Colombia Elites and Organized Crime: 'Don Berna'

By the end of 1993, Pablo Escobar was cornered. The cocaine king -- known as "El Patrón" -- was running out of money and options. His top assassins were either dead or had turned themselves in. Almost all of the senior members of the Medellín Cartel were either in prison, or had gone over to his rivals, a shadowy paramilitary group that called itself People Persecuted by Pablo Escobar (Perseguidos por Pablo Escobar - PEPES). Leading the hunt against him for the PEPES was one-legged former guerrilla and cartel enforcer Diego Murillo Bejarano, alias "Don Berna." Berna had turned on Escobar after El Patrón killed his boss, Fernando Galeano. As part of the plan to destroy Escobar, he and the PEPES had teamed up with the Colombian police's famed Search Bloc.

Read more ...

Colombia Elites and Organized Crime: 'Jorge 40'

Rodrigo Tovar Pupo, alias 'Jorge 40' (Getty Images)

Rodrigo Tovar Pupo never imagined it would come to this: dressed in an orange jumpsuit in a Washington DC courtroom and standing in front of a United States federal judge, the grandson of a wealthy Colombian cattle rancher and nephew to a governor was facing a possible 30-year jail sentence for drug trafficking. In his own mind, Tovar was a hero, not a drug trafficker -- a warrior, not a criminal.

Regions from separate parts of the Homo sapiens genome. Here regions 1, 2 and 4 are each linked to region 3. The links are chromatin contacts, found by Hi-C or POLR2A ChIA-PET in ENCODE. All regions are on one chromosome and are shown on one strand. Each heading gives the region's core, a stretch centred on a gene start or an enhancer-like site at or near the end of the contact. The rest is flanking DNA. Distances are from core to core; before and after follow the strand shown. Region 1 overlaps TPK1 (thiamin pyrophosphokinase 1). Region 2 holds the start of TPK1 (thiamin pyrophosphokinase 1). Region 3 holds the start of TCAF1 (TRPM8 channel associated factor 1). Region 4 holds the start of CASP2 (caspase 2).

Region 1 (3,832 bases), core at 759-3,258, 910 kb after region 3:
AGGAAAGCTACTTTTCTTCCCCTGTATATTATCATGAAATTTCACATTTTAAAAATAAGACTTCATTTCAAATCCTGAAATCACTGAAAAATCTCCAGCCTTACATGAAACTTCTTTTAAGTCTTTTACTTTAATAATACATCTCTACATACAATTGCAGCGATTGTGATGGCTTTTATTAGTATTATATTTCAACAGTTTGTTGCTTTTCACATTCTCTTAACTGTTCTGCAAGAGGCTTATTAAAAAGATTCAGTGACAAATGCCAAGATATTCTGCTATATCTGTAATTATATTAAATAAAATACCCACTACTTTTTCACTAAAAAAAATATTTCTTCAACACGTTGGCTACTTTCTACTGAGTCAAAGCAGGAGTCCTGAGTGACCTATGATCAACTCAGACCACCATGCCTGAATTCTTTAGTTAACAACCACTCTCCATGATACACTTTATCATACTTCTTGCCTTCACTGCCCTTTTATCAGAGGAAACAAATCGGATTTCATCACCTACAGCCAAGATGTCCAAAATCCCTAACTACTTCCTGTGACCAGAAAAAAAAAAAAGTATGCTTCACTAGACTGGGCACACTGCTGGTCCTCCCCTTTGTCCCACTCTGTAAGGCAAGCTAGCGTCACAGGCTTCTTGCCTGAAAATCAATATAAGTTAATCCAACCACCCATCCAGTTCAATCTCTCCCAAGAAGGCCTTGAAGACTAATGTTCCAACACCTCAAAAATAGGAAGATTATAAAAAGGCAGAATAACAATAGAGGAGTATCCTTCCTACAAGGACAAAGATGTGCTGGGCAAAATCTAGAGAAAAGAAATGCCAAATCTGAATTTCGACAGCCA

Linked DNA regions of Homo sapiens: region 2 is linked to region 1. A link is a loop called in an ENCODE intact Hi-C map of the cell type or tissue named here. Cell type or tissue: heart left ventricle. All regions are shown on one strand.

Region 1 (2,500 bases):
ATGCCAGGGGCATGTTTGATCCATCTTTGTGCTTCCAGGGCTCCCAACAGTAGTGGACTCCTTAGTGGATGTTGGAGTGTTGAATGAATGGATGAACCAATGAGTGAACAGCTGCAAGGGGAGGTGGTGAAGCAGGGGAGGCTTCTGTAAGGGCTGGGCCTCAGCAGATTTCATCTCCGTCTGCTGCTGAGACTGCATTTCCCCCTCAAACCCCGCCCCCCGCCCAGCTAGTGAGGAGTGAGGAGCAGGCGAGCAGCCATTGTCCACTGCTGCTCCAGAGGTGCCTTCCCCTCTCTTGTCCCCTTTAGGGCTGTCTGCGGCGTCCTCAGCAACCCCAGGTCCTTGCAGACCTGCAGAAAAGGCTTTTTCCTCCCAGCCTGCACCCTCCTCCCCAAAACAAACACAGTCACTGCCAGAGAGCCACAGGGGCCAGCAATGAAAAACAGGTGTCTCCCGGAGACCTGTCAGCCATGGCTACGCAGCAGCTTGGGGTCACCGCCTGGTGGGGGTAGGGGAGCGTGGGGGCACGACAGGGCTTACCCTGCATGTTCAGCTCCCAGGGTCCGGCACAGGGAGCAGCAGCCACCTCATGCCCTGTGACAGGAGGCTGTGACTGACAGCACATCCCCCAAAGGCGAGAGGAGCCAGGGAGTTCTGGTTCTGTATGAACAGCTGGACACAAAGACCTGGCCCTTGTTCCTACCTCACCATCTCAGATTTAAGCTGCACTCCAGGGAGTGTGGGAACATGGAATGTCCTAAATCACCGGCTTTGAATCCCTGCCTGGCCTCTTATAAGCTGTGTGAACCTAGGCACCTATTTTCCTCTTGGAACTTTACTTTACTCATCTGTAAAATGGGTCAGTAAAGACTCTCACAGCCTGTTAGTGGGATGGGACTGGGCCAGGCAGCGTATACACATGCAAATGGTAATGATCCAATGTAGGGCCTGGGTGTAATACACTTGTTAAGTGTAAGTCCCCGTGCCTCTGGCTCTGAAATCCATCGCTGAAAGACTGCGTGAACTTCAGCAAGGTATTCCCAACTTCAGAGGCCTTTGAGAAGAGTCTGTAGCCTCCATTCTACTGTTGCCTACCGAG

Read more ...

Honduras Elites and Organized Crime: Introduction

Honduras is currently one of the most violent countries on the planet that is not at war. The violence is carried out by transnational criminal organizations, local drug trafficking groups, gangs and corrupt security forces, among other actors. Violence is the focal point for the international aid organizations, governments and multilaterals providing Honduras with assistance, and it is the central theme of media coverage inside and outside of of the country.

Read more ...

Colombia Elites and Organized Crime: Introduction

The power of Colombia's elites is founded upon one of the most unequal divisions of land in the world. As of the early 21st century, one percent of landowners own more than half the country's agricultural land. Under Spanish rule, Colombia's agriculture was organized on the hacienda system, in which "landless peasants" worked, often as sharecroppers or indentured labor, for the landowners. The fight for land redistribution began with the struggle for independence and continues to this day.

Read more ...

Honduras Elites and Organized Crime: The Cachiros

As it tends to happen in Honduras, the news began as a well-heeled rumor: Javier Rivera Maradiaga, the oldest of the three Rivera Maradiaga brothers still alive and leader of the feared and powerful Honduran drug trafficking group known as the Cachiros, had handed himself in to United States authorities to face drug trafficking charges.

Read more ...